The message, story, and very words of Scripture have to be taken all together in relationship with the living God in a local place with ordinary people to be able to pull these things together.  It will not look exactly the same for everyone. And that is okay! In being Bible-saturated we have the freedom of being locally helpful, while remaining theologically and philosophically faithful in ministry.

Why Bible Saturation Matters

Being Bible-saturated is so important. I probably don’t have to convince you of this further. But one of the great effects of saturating our youth ministries with the Bible is that we will in turn saturate our students and their families with the good news of Christ. By doing this we are filling them with truth, while also modeling truth as a lived reality and grand Story to inhabit. We are equipping them for the hard realities of life and for ministry opportunities as they themselves grow in maturity and following God’s call on their lives.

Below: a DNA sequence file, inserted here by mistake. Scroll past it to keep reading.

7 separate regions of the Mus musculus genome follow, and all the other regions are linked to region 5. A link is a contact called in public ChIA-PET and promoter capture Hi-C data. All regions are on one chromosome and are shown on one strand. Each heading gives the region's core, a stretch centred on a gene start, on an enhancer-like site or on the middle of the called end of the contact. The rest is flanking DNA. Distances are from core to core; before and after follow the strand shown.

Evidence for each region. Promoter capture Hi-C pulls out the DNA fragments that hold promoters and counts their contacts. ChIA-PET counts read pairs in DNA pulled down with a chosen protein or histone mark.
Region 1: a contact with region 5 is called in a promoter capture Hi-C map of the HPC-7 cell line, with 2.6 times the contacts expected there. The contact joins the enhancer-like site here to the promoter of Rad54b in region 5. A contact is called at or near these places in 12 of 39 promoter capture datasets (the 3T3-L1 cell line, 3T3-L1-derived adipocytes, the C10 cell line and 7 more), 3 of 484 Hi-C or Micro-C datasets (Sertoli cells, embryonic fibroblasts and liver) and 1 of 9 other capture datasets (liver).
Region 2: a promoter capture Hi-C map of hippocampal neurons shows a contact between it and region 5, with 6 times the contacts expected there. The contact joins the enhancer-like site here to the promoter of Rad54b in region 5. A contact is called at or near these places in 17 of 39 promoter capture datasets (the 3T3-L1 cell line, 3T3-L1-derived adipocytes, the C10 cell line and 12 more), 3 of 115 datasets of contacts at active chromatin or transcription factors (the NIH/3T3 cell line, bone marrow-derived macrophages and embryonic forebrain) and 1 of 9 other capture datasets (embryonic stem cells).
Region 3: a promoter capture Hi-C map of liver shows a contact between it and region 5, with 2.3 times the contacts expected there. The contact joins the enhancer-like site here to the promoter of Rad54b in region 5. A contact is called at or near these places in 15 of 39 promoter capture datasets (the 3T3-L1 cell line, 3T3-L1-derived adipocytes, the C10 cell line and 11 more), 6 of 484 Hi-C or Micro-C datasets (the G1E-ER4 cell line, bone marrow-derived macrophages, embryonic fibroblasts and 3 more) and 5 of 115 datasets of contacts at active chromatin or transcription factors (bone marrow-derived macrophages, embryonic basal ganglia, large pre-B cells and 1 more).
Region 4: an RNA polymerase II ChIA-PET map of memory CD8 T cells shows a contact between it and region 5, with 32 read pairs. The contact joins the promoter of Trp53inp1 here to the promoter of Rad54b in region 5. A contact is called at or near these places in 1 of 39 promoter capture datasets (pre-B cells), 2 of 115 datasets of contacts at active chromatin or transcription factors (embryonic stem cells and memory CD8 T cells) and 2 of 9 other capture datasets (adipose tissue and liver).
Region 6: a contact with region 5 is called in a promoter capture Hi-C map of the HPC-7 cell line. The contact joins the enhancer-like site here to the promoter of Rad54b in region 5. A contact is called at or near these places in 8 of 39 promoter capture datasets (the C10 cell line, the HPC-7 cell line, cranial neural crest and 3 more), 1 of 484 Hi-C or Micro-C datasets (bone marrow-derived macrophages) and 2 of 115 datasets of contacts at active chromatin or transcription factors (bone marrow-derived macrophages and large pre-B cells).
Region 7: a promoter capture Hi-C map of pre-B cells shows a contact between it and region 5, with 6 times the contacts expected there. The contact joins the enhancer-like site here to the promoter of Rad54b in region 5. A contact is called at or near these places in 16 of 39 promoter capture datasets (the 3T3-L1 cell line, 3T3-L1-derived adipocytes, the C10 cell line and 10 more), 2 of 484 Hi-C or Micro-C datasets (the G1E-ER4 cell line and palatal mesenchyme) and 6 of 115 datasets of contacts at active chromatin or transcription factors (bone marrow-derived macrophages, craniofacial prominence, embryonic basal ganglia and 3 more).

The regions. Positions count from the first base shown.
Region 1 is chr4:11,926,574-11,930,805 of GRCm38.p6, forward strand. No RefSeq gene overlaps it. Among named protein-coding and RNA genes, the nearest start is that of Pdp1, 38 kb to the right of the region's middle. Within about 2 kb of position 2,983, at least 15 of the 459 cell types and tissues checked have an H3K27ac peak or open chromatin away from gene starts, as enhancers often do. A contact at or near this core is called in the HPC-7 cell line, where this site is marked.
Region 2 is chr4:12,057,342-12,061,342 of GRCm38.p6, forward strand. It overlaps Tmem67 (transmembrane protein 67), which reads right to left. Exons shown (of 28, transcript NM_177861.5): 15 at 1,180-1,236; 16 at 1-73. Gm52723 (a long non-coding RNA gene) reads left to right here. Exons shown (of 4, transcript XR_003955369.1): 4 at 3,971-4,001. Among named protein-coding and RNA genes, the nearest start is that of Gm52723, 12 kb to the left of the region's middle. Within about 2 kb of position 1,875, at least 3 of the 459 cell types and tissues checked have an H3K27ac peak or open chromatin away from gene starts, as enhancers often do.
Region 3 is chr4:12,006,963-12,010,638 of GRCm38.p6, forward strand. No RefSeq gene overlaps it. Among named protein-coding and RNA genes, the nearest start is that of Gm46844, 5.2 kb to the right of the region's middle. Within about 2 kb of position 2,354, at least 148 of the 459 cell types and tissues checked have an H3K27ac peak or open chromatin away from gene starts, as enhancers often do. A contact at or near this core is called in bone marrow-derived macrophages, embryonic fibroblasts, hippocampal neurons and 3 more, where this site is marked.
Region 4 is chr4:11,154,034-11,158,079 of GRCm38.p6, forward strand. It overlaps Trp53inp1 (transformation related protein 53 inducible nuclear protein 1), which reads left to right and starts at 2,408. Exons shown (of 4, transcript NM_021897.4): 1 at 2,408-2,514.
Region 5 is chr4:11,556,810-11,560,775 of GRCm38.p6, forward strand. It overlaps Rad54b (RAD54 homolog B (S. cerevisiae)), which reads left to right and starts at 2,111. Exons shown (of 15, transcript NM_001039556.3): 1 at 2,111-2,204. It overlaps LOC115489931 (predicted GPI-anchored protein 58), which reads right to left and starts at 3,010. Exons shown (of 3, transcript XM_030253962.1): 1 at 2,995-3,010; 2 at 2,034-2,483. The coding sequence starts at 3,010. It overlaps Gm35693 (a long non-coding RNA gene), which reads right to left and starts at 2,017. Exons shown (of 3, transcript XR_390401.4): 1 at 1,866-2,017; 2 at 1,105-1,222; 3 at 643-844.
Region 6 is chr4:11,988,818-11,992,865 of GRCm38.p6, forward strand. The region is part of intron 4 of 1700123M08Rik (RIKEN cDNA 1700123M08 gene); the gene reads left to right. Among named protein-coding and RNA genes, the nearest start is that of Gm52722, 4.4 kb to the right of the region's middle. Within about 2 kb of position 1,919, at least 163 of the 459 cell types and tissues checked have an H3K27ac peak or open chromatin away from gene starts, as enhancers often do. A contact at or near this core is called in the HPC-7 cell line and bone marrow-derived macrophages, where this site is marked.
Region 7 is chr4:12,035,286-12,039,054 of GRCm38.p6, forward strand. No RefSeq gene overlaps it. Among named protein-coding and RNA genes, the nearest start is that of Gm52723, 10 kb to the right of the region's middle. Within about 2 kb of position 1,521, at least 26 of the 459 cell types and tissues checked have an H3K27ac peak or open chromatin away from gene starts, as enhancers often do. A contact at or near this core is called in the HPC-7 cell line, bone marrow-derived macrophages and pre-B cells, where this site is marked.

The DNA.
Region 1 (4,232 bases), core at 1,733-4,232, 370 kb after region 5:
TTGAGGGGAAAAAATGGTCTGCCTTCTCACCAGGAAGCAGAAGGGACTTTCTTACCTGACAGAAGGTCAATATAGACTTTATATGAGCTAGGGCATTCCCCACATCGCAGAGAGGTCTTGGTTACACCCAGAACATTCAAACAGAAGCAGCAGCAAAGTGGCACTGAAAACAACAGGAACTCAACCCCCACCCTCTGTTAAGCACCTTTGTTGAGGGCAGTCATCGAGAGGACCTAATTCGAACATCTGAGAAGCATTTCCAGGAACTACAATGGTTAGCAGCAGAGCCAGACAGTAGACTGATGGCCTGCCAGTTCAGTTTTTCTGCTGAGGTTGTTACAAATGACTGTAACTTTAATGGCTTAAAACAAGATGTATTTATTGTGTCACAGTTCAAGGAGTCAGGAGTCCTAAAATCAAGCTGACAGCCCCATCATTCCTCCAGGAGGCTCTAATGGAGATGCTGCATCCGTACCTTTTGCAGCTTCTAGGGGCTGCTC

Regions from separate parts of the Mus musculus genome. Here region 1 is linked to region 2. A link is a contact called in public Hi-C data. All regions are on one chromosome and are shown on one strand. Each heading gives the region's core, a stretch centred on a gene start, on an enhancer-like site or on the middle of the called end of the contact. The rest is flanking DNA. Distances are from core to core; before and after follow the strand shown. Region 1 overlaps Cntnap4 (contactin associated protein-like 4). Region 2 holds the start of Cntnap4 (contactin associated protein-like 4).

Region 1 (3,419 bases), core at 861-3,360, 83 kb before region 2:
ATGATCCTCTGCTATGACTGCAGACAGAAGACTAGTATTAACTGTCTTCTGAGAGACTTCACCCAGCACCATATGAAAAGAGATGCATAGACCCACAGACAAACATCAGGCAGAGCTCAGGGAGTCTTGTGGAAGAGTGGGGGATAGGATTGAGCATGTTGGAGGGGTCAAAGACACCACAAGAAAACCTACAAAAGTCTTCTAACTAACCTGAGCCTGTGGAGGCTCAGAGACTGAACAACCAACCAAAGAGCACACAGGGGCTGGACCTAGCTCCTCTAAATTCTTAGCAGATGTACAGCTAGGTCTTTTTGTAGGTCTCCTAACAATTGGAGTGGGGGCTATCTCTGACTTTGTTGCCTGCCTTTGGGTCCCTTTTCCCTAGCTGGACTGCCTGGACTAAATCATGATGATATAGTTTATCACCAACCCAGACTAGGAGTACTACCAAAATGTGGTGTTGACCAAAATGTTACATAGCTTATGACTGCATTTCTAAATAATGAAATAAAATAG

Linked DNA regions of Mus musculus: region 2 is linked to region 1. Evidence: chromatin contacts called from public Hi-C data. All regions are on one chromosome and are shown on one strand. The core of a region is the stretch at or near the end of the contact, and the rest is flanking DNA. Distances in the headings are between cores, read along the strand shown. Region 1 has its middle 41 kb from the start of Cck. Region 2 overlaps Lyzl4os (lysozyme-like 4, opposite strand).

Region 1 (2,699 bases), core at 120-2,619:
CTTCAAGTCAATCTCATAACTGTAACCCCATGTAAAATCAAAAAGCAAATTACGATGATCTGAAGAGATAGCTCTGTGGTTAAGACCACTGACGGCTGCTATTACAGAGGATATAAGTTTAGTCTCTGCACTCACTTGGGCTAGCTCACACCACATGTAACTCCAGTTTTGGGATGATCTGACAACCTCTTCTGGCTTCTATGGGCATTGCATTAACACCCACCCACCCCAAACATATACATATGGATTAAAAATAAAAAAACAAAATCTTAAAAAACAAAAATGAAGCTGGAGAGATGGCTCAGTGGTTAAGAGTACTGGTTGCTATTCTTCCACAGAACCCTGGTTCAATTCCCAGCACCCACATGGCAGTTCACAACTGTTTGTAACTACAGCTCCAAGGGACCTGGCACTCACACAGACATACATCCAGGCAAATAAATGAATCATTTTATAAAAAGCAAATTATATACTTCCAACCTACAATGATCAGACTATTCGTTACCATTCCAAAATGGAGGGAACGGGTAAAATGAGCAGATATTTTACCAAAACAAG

We sing mostly old hymns in our youth group – some retuned and others not – along with some more modern songs. One of the benefits of the older hymn texts is that they are soaked in Scripture. Additionally, many of them tell stories of walking through difficult times with gospel hope  (“It Is Well With My Soul,” “O Love That Will Not Let Me Go,” and “Abide With Me,” for example). I regularly tell our students that we sing these songs not just for the moment but for the future – that when they face hard times and suffer, they will be furnished with gospel truth from Scripture. It will pour out from their heart, because they have soaked it up for years.

Or as my college pastor would occasionally say, we are all like sponges: when we are squeezed by the difficulties of life, what we have been soaking up all along will pour out. For our students, we pray that what pours out may be God’s Word.

Greg Meyer (MDiv, Reformed Theological Seminary; BSE, Mercer University) serves as the Assistant Pastor at Trinity Presbyterian Church (PCA) in Tuscaloosa, AL. Prior to this, he served in youth ministry for over a decade at churces in Missouri, Mississippi, and Georgia. He is the author of A Student’s Guide to Justification and has served as a conference speaker with Reformed Youth Ministries. Greg has written for the Center for Parent/Youth Understanding (CPYU), Modern Reformation, and Orthodoxy Orthopraxy, Covenant Theological Seminary’s blog. He also blogs on his own site Moment-By-Moment. Greg and his wife, Mary Jane, have four children.